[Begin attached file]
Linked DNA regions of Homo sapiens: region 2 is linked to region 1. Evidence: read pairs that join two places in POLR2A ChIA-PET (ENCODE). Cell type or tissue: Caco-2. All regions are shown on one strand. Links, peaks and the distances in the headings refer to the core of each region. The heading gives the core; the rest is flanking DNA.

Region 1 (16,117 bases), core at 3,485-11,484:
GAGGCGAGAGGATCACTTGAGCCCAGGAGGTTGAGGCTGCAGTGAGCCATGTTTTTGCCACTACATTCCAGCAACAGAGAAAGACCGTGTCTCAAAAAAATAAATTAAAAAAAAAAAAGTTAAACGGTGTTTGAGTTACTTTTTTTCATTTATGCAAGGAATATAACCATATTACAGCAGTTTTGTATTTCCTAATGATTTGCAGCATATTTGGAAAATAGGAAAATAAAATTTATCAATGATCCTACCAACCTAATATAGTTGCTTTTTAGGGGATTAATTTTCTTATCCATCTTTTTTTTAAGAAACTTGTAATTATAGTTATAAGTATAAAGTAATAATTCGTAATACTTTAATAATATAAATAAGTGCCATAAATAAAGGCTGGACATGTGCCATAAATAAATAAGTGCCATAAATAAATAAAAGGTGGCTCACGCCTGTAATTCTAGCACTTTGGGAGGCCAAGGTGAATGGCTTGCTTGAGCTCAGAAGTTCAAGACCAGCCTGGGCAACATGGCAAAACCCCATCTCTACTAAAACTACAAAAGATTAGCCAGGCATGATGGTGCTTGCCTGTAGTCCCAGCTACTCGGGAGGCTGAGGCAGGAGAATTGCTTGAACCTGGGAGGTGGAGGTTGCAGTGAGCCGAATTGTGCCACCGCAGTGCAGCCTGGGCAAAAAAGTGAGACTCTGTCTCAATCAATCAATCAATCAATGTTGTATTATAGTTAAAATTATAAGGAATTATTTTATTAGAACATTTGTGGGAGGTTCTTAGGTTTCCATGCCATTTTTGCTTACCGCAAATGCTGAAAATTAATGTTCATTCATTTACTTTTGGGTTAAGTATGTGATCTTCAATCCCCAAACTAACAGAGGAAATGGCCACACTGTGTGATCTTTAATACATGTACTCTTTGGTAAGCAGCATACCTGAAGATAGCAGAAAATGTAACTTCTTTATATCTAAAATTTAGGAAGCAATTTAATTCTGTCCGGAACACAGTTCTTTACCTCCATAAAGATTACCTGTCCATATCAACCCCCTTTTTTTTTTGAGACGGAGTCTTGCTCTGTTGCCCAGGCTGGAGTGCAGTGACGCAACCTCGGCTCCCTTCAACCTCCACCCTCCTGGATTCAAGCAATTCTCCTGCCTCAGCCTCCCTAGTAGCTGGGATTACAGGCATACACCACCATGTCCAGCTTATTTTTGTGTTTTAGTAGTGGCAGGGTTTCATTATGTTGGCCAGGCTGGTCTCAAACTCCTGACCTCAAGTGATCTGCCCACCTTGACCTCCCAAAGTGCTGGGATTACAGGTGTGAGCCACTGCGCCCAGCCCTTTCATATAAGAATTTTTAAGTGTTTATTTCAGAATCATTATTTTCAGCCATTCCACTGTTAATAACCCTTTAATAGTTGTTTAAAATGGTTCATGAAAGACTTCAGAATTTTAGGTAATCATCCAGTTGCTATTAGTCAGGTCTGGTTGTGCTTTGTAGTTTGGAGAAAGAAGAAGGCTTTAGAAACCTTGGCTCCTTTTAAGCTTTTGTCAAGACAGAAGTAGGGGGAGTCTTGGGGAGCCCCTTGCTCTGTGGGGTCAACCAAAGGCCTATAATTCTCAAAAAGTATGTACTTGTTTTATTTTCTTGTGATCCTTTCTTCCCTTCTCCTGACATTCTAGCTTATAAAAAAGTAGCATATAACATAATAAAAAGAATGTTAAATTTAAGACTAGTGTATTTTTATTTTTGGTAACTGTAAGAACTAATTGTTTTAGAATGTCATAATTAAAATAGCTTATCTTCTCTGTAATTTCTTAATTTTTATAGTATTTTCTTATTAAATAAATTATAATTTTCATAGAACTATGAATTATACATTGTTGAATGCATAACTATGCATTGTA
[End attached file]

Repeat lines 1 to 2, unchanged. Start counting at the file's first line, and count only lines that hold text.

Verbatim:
Linked DNA regions of Homo sapiens: region 2 is linked to region 1. Evidence: read pairs that join two places in POLR2A ChIA-PET (ENCODE). Cell type or tissue: Caco-2. All regions are shown on one strand. Links, peaks and the distances in the headings refer to the core of each region. The heading gives the core; the rest is flanking DNA.

Region 1 (16,117 bases), core at 3,485-11,484: